They find an average annual trend of +0.09 °C/decade; the trend is negative for Winter (-0.11 °C/d), practically zero for autumn (-0.01°C/d) and strongly positive for spring and summer (0.15 and 0.14 °C/d).
Knut Makowski from ETH, Zürich has his doctoral thesis in 2009 titled “The daily temperature variation and the solar surface radiation” . He writes in the abstract: “It has been widely accepted that DTR decreased on a global scale during the second half of the twentieth century. In this thesis it is shown, however, that the long-term trend of annual DTR has reversed from a decrease to an increase during the 1970s in Western Europe and during the 1980s in Eastern Europe”. For the Benelux nations (Belgium, the Netherlands, Luxembourg) he shows a figure which suggests a DTR increase of 0.2°C during the 1998-2005 period, i.e. a mean annual trend of about +0.03°C/y, quite similar to that found at meteoLCD by linear regression.
Fig.5. DTR increase for the BeNeLux nations: +0.2°C from 1998 to 2005
(figure adapted from )
Makowski explains that increasing water vapour content would diminish incoming shortwave radiation from the sun and increase downwelling longwave radiation from the greenhouse gas: this means cooler days and warmer nights, i.e. decreasing DTR. This intuitive explanation should be taken with a grain of salt. Using the ESRL website  to calculate specific humidity at 300mb gives for the box [2.5-7.5 East latitude, 45-55 North longitude] covering a good part of Western Europe indeed a decreasing trend in specific humidity at the 300mb level, but also shows several short-time reversals, the last starting at 1998.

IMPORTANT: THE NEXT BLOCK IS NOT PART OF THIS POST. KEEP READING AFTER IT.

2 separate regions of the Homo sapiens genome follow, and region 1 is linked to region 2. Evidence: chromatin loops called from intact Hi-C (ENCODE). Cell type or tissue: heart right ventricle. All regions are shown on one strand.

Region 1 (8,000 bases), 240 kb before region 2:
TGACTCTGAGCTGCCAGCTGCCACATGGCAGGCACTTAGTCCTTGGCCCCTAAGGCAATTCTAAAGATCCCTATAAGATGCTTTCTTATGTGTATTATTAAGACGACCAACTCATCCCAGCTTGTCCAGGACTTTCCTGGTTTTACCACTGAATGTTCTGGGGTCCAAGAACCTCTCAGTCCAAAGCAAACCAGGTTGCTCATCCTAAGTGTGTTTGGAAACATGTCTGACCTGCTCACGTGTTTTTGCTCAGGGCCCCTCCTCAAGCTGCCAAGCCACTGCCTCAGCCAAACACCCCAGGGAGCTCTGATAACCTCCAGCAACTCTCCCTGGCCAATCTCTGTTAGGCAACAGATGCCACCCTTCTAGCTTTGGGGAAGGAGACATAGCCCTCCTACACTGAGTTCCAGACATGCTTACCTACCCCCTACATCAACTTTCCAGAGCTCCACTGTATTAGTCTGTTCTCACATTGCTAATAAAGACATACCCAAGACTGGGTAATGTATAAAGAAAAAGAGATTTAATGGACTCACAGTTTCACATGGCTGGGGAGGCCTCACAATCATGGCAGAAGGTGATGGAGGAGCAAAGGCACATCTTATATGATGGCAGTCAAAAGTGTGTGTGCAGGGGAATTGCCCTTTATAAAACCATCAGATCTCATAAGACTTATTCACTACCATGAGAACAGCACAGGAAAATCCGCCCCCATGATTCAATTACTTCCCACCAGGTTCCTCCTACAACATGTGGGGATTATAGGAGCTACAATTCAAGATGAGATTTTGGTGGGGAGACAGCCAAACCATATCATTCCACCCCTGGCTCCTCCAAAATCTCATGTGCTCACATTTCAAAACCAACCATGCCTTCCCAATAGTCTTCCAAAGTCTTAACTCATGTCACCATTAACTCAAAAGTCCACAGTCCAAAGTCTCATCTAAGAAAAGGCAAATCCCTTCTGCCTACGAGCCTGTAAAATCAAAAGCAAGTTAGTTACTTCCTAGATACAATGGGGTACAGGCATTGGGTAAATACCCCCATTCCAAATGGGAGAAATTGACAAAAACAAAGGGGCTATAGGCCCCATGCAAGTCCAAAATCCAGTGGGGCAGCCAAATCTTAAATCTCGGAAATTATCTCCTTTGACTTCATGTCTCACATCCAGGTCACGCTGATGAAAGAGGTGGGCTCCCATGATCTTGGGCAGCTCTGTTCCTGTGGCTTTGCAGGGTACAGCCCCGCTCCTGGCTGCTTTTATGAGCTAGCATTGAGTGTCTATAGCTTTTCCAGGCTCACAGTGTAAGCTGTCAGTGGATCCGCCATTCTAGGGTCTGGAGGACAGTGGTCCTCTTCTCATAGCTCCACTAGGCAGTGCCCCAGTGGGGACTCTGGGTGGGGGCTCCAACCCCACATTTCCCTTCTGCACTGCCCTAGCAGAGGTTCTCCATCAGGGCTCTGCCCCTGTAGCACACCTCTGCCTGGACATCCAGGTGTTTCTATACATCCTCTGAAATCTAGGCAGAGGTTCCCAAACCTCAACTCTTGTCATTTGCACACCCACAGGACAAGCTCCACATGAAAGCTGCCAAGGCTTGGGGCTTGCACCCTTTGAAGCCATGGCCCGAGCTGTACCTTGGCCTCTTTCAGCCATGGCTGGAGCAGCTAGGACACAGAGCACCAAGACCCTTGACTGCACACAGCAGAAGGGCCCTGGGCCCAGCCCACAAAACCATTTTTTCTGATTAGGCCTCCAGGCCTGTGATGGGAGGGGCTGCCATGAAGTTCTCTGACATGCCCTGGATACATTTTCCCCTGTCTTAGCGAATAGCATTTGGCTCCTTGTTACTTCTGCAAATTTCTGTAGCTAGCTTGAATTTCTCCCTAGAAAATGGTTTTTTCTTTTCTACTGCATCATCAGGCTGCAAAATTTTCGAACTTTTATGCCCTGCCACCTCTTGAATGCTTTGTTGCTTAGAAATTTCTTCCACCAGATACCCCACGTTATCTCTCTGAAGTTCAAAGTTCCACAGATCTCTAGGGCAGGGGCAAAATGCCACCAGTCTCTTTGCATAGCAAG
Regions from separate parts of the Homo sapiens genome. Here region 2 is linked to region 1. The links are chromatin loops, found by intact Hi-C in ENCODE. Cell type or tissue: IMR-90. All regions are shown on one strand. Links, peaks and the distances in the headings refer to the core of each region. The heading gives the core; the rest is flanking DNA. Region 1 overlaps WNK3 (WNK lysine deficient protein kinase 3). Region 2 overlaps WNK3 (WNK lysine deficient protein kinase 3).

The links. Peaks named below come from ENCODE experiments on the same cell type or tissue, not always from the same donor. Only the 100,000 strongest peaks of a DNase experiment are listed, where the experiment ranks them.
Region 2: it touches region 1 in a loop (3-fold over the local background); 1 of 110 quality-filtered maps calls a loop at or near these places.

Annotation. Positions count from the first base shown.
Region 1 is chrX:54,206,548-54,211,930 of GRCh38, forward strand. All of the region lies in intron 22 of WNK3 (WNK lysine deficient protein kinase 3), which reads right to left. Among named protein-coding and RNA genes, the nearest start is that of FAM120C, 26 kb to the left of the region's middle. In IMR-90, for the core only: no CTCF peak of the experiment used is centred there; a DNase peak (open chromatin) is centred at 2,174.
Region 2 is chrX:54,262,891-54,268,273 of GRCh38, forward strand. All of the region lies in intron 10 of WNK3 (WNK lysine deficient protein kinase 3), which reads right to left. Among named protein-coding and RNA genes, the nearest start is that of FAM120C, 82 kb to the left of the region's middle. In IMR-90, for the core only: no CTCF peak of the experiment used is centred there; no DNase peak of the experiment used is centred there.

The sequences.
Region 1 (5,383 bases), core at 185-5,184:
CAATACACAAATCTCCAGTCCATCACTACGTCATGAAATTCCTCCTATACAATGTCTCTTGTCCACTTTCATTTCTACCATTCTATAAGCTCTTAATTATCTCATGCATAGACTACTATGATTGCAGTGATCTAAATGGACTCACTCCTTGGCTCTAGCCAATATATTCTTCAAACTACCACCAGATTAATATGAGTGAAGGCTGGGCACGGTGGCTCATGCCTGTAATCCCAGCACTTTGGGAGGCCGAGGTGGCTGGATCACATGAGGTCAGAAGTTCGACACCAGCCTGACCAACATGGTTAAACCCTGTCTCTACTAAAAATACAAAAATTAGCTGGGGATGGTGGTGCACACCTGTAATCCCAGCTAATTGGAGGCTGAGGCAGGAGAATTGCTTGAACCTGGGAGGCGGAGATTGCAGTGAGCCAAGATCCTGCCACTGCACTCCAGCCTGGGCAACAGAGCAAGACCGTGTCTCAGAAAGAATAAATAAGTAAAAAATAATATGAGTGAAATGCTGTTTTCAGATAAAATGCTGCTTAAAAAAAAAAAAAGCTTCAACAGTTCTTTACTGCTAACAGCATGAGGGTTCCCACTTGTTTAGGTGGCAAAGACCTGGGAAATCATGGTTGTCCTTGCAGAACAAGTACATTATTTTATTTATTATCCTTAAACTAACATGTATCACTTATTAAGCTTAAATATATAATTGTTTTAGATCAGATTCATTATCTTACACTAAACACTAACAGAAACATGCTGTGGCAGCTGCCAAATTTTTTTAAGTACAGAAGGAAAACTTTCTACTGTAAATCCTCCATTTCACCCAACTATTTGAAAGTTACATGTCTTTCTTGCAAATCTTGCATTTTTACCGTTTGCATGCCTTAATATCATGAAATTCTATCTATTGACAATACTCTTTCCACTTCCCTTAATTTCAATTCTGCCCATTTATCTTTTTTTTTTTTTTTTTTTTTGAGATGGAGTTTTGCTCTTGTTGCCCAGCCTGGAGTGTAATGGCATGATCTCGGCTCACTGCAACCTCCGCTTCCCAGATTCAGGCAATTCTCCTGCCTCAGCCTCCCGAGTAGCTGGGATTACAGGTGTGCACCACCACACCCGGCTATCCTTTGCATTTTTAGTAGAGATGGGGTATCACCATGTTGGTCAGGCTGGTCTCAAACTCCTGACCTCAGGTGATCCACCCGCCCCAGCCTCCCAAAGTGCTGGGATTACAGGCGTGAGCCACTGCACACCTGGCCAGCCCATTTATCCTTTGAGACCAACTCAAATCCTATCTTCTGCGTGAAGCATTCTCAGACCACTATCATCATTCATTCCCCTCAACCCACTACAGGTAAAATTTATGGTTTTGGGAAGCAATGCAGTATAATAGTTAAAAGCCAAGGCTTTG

Fig.6. Specific humidity at 300mb decreases in a box centered on Western Europe; but this overall 40 year trend may reverse during shorter periods, as can be seen for 1976-1983 and 1998-2010.
The urge to find a simple (simplistic?) parameter documenting a global climate change may lead to hasty and faulty conclusions. If a whole continent follows a pattern opposite to that chosen as a proof of a warming world, should one not be more careful using “global” parameters? Roger Pielke Sr, with admirable tenacity keeps telling us that regional climate is what matters and that playing with global averages may be interesting for the junior academic, but useless for solid political decisions. The DTR case is another validation of this position.
1. Climate Change 2007: Working Group I: The Physical Science Basis
2 Climate Change 2007: Working Group I: The Physical Science Basis
4 F. Massen, meteolcd: http://meteo.lcd.lu/trends/meteolcd_trends.html
5. Klok, E.J., Klein Tank A.M.G. Updated and extended European dataset of daily climate observations. International Journal of Climatology, Vol.29, issue 8, pp. 1882-1191, 2009
6. Makowski, K.: The daily temperature amplitude and surface solar radiation. PhD dissertation. Diss. ETH 18319, 2009
7. Earth System Research Laboratory: http://www.esrl.noaa.gov/psd/cgi-bin/data/timeseries/timeseries1.pl